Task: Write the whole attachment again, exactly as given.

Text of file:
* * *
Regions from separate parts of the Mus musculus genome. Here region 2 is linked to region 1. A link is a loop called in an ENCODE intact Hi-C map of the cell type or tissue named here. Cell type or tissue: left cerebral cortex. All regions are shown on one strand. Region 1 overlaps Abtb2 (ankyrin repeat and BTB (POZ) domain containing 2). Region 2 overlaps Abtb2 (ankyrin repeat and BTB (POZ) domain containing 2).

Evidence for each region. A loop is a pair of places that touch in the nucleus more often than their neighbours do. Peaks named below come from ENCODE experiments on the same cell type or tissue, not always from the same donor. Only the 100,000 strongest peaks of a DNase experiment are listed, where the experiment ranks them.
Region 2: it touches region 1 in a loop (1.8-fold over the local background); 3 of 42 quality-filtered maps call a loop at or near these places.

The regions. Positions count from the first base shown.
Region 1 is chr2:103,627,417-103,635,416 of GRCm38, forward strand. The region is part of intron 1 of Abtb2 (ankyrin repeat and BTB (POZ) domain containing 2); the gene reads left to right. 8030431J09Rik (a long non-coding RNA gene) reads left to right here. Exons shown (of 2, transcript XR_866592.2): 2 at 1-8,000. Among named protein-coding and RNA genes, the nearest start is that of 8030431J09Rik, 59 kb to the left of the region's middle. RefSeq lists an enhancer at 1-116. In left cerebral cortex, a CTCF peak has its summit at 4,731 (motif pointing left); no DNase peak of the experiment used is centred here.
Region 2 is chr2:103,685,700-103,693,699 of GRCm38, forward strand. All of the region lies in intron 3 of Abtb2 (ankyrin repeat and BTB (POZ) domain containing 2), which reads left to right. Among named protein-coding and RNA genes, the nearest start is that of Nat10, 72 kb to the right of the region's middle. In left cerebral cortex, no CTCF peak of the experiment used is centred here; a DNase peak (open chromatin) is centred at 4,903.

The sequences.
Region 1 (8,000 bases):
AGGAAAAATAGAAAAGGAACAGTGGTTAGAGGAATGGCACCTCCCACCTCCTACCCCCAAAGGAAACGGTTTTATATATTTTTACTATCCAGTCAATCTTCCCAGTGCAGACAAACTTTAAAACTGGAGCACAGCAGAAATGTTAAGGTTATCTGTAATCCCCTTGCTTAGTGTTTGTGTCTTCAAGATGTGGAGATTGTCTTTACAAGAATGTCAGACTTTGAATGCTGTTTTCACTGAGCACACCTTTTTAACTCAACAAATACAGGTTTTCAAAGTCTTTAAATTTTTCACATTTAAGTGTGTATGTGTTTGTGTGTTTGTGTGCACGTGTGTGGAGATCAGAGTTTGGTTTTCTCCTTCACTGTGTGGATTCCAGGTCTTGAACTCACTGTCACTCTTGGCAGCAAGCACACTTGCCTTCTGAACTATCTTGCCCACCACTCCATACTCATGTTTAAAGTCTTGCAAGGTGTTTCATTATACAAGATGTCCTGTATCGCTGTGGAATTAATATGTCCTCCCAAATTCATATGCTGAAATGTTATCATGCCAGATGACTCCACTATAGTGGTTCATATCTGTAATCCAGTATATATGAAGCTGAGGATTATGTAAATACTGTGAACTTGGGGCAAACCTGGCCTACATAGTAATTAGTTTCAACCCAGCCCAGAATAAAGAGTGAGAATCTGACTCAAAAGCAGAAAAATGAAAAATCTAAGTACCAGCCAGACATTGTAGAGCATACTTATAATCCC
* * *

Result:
Regions from separate parts of the Mus musculus genome. Here region 2 is linked to region 1. A link is a loop called in an ENCODE intact Hi-C map of the cell type or tissue named here. Cell type or tissue: left cerebral cortex. All regions are shown on one strand. Region 1 overlaps Abtb2 (ankyrin repeat and BTB (POZ) domain containing 2). Region 2 overlaps Abtb2 (ankyrin repeat and BTB (POZ) domain containing 2).

Evidence for each region. A loop is a pair of places that touch in the nucleus more often than their neighbours do. Peaks named below come from ENCODE experiments on the same cell type or tissue, not always from the same donor. Only the 100,000 strongest peaks of a DNase experiment are listed, where the experiment ranks them.
Region 2: it touches region 1 in a loop (1.8-fold over the local background); 3 of 42 quality-filtered maps call a loop at or near these places.

The regions. Positions count from the first base shown.
Region 1 is chr2:103,627,417-103,635,416 of GRCm38, forward strand. The region is part of intron 1 of Abtb2 (ankyrin repeat and BTB (POZ) domain containing 2); the gene reads left to right. 8030431J09Rik (a long non-coding RNA gene) reads left to right here. Exons shown (of 2, transcript XR_866592.2): 2 at 1-8,000. Among named protein-coding and RNA genes, the nearest start is that of 8030431J09Rik, 59 kb to the left of the region's middle. RefSeq lists an enhancer at 1-116. In left cerebral cortex, a CTCF peak has its summit at 4,731 (motif pointing left); no DNase peak of the experiment used is centred here.
Region 2 is chr2:103,685,700-103,693,699 of GRCm38, forward strand. All of the region lies in intron 3 of Abtb2 (ankyrin repeat and BTB (POZ) domain containing 2), which reads left to right. Among named protein-coding and RNA genes, the nearest start is that of Nat10, 72 kb to the right of the region's middle. In left cerebral cortex, no CTCF peak of the experiment used is centred here; a DNase peak (open chromatin) is centred at 4,903.

The sequences.
Region 1 (8,000 bases):
AGGAAAAATAGAAAAGGAACAGTGGTTAGAGGAATGGCACCTCCCACCTCCTACCCCCAAAGGAAACGGTTTTATATATTTTTACTATCCAGTCAATCTTCCCAGTGCAGACAAACTTTAAAACTGGAGCACAGCAGAAATGTTAAGGTTATCTGTAATCCCCTTGCTTAGTGTTTGTGTCTTCAAGATGTGGAGATTGTCTTTACAAGAATGTCAGACTTTGAATGCTGTTTTCACTGAGCACACCTTTTTAACTCAACAAATACAGGTTTTCAAAGTCTTTAAATTTTTCACATTTAAGTGTGTATGTGTTTGTGTGTTTGTGTGCACGTGTGTGGAGATCAGAGTTTGGTTTTCTCCTTCACTGTGTGGATTCCAGGTCTTGAACTCACTGTCACTCTTGGCAGCAAGCACACTTGCCTTCTGAACTATCTTGCCCACCACTCCATACTCATGTTTAAAGTCTTGCAAGGTGTTTCATTATACAAGATGTCCTGTATCGCTGTGGAATTAATATGTCCTCCCAAATTCATATGCTGAAATGTTATCATGCCAGATGACTCCACTATAGTGGTTCATATCTGTAATCCAGTATATATGAAGCTGAGGATTATGTAAATACTGTGAACTTGGGGCAAACCTGGCCTACATAGTAATTAGTTTCAACCCAGCCCAGAATAAAGAGTGAGAATCTGACTCAAAAGCAGAAAAATGAAAAATCTAAGTACCAGCCAGACATTGTAGAGCATACTTATAATCCC